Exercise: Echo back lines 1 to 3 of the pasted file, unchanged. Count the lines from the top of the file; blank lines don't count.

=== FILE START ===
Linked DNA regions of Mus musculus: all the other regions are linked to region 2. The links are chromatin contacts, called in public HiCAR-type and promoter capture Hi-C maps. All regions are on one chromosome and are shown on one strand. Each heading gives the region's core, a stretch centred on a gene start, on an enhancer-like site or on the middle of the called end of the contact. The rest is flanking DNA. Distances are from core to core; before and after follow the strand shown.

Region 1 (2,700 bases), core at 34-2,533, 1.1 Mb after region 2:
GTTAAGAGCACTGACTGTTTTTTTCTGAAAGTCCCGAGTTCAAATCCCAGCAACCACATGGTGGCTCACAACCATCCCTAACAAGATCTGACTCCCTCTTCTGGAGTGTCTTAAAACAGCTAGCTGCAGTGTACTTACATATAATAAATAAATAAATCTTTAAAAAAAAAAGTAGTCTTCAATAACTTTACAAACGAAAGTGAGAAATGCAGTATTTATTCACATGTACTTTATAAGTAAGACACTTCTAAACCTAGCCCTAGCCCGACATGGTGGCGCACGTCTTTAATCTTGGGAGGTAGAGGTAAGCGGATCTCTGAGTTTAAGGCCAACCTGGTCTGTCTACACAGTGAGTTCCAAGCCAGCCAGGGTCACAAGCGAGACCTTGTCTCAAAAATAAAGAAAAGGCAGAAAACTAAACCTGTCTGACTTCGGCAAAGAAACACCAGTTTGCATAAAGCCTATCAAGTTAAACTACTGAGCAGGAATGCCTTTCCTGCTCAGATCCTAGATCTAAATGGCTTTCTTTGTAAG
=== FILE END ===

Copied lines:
Linked DNA regions of Mus musculus: all the other regions are linked to region 2. The links are chromatin contacts, called in public HiCAR-type and promoter capture Hi-C maps. All regions are on one chromosome and are shown on one strand. Each heading gives the region's core, a stretch centred on a gene start, on an enhancer-like site or on the middle of the called end of the contact. The rest is flanking DNA. Distances are from core to core; before and after follow the strand shown.

Region 1 (2,700 bases), core at 34-2,533, 1.1 Mb after region 2:
GTTAAGAGCACTGACTGTTTTTTTCTGAAAGTCCCGAGTTCAAATCCCAGCAACCACATGGTGGCTCACAACCATCCCTAACAAGATCTGACTCCCTCTTCTGGAGTGTCTTAAAACAGCTAGCTGCAGTGTACTTACATATAATAAATAAATAAATCTTTAAAAAAAAAAGTAGTCTTCAATAACTTTACAAACGAAAGTGAGAAATGCAGTATTTATTCACATGTACTTTATAAGTAAGACACTTCTAAACCTAGCCCTAGCCCGACATGGTGGCGCACGTCTTTAATCTTGGGAGGTAGAGGTAAGCGGATCTCTGAGTTTAAGGCCAACCTGGTCTGTCTACACAGTGAGTTCCAAGCCAGCCAGGGTCACAAGCGAGACCTTGTCTCAAAAATAAAGAAAAGGCAGAAAACTAAACCTGTCTGACTTCGGCAAAGAAACACCAGTTTGCATAAAGCCTATCAAGTTAAACTACTGAGCAGGAATGCCTTTCCTGCTCAGATCCTAGATCTAAATGGCTTTCTTTGTAAG